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ON THIS DAY IN 1940, the Eagle reported, “COPENHAGEN (A.P.) — A British-French warship squadron began today a blockade of the northern Russian coast, the newspaper Berlingske Tidene reported, while unconfirmable rumors circulated that a clash with the Soviet Arctic Navy already had been precipitated. The paper said the Allied ships were strung out for a considerable distance along the Arctic coast to prevent shipment of Russian supplies to Germany and to halt any possible attempt to deliver Russian submarines to the Germany Navy. Presence of Allied vessels in that Far Northern vicinity was confirmed yesterday. Aside from blocking trade between Germany and her friend, Russia, the British and French were described as aiming to prevent any German ships from taking refuge in Russia — as a number of merchant-men did in the early days of the war.”

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ON THIS DAY IN 1963, the Eagle reported, “Reliable underground sources in Cuba report that Soviet attack forces there include 60 FROG rockets equipped with nuclear warheads; 190 MiG jet fighters able to carry nuclear bombs as far as 700 miles; and a number of long-range bombers that have been concealed underground since before President Kennedy announced the Cuban crisis to the American public. Total Soviet armed forces number 35,000 combat troops, military technicians and advisers, under the command of Russian Gen. C.O. Slazenko, these sources say. On Tuesday, the White House announced that Soviet Chairman Khrushchev offered to remove ‘several thousand’ of his men from Cuba. At the same time, the administration estimated there were only 17,000 Soviet troops there.”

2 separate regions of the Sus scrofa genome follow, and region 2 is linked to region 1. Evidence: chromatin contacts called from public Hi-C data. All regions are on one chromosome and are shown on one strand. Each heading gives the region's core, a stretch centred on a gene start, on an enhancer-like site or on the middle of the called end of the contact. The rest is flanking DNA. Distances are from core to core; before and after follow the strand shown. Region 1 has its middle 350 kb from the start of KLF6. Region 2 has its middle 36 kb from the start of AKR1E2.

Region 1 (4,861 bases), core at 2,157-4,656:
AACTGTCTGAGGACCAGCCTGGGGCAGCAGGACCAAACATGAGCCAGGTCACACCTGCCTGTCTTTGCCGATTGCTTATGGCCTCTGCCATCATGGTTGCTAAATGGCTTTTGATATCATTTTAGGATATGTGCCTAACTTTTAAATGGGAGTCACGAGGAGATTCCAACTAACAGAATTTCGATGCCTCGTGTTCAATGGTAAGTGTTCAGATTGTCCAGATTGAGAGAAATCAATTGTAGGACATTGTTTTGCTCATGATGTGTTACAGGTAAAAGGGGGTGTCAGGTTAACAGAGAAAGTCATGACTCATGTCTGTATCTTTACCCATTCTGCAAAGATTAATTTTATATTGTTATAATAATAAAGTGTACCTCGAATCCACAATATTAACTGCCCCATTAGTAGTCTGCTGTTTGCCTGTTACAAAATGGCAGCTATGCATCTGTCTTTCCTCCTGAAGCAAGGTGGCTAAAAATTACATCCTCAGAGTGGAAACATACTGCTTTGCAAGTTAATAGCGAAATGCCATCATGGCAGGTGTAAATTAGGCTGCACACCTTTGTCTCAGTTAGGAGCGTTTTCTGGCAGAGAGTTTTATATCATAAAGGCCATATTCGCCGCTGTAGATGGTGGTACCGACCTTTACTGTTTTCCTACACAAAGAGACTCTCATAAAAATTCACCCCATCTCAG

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Emily Blunt
Evan Agostini/Invision/AP
D’Angelo Russell
Craig Lassig/AP